“We’ve always been kitchen-klatch people,” says 55-year-old Daniel Kenney about himself and his four older siblings, the eldest of whom is 65.
“The kitchen is where we have the best conversations as grownups, just my brothers, our respective partners sans kids, nieces or nephews. Our monthly get-togethers typically involve a huge potluck, which means lots of dirty pots and pans, followed by a marathon, all-hands-on-deck cleanup session. That’s when we end up dissecting all kinds of topics we’d never touch on at the dinner table. I enjoy these family debates – except for the one last spring that ended on a curious note.”
Kenney had just been to see his new general practitioner who surprised him by asking, “Have you ever had a bone density test?” Something his previous physician had never mentioned. Then his doctor asked him questions for which he had no reply: “How much do you know about andropause, the term for male menopause? Any flashes, mood swings, forgetfulness? Loss of muscle mass? Fatigue? How’s your libido?”
“HIS gp asked, ‘How much do you know about andropause, the term for male menopause?'”
And those are the very questions Kenney repeated (“verbatim, unfortunately”) to his two of his older brothers as they tackled the dishes. “Male menopause?” exclaimed his second-oldest brother, who suddenly remembered he had an urgent errand to attend to in the basement.
“And my other brother? ‘Why, that’s a women’s thing,’ he practically sputtered, and then promptly fired up the noisy old dishwasher, putting an end to the discussion.” Kenney’s two older brothers were clearly uncomfortable with the topic of male menopause. “I didn’t even get close to mentioning low testosterone,” says Kenney.
His two sisters-in-law? “They just smiled at me knowingly. My sister-in-law Carol deadpanned, “Male menopause? Let’s just say that life with your older brother some days is like watching Grumpy Old Men over and over and over.’”
That Kenney family episode underscores a few myths about menopause: That it’s a women’s-only condition (it’s not) and that menopause is largely a phase involving mood swings and night sweats (definitely not). The stifled conversation in the Kenney kitchen also confirmed something else. Physician-patient discussions about menopause seem, for the most part, to be reserved for women.
Talk to your doctor
Toronto-based physician Dr. Shafiq Qaadri covers all of these topics in his book, The Testosterone Factor: A Practical Guide to Improving Vitality and Virility, Naturally. “Andropause, low testosterone levels, can have serious impacts on aging men – apart from mood swings and sweats,” he says.
Dr. Lawrence Komer, an Ontario physician who has also spoken widely on men’s health issues, describes andropause (sometimes jokingly referred to as “manopause”) as “a normal part of aging, although, for some men it is accompanied by a gradual and undesired decline in their sexuality, mood and overall energy. Sometimes it can even expose men to more serious health risks.”
Signs and symptoms of andropause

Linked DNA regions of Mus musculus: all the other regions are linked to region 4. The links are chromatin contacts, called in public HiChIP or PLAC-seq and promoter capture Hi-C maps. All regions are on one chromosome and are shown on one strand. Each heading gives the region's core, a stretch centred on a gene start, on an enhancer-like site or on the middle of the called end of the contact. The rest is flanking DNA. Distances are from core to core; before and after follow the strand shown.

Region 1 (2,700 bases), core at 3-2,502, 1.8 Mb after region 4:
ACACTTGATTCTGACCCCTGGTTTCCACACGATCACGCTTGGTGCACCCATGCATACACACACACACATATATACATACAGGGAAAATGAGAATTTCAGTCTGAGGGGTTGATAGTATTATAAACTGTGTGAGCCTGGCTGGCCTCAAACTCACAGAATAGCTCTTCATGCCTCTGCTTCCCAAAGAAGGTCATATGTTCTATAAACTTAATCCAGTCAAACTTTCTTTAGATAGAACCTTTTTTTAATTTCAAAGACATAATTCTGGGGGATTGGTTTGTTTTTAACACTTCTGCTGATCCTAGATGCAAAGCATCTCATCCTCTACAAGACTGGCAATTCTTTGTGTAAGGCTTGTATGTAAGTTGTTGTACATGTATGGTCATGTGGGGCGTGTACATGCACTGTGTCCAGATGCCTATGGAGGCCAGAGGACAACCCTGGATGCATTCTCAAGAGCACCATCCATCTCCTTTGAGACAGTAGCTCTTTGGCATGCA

As Dr. Komer explains, men between the the ages of 40 and 80 and older can experience a clinical syndrome similar to the female menopause – but for men there isn’t a clear-cut signpost to mark this transition as there is for women.
“Andropause, just like menopause, is characterized by a drop in hormone levels,” he says. “The bodily changes, as a result of reduced hormones, occur very gradually in men and may be accompanied by adverse changes in attitudes and moods, ongoing fatigue, a loss of vitality, and decreased sex drive. Added to this, there is usually a decline in physical agility and ability. What’s more, medical studies show that this decline in testosterone can actually contribute to the risks for other health problems like heart disease and weak bones.”
The symptoms of andropause, in part because they’re so diverse, make it difficult to diagnose. (“Some men find it difficult to admit that there’s even a problem” reports Dr. Komer.)
Symptoms of andropause can vary from patient to patient. The Canadian Health Network lists the following possible indicators:
- mood changes (irritability, depression)
- reduced libido
- low energy
- decreased muscle mass
- diminished strength
- muscle aches
- hot flushes
- difficulty concentrating
- erectile dysfunctions
- osteoporotic fractures
- height loss
Not all of these point to andropause. Some, of course, are simply associated with getting older, acknowledges Qaadri, and can also be indicators of other illnesses and conditions.
What treatments are available?
Determining the cause of a man’s low testosterone levels is key, say the experts. Testosterone supplementation and testosterone replacement therapy are common treatments.
However, as Dr. Phil Bach, a former Edmonton urologist who is now a Fellow in Male Reproductive Medicine and Microsurgery at the Weill Cornell Medicine school in New York, wrote in a report for the Canadian Men’s Health Foundation: “Since many men with hypogonadism [another clinical name for andropause] also suffer from chronic diseases related to metabolic syndrome, lifestyle modifications to reduce obesity, improve blood pressure and improve blood glucose levels have all been shown to improve testosterone levels in men.” In short: increased exercise, which reduces stress, and healthy eating.
But, like all health concerns, it must all start with a candid talk with your physician.
As for Kenney, he’s glad his new doctor initiated the discussion about andropause, and he’s doubly glad that he pestered his siblings: “As a result of my kitchen-sink attempt to talk about andropause, my second-eldest brother will soon be undergoing testosterone replacement therapy as a result of tests. So, yes, menopause is a guy’s thing, too.”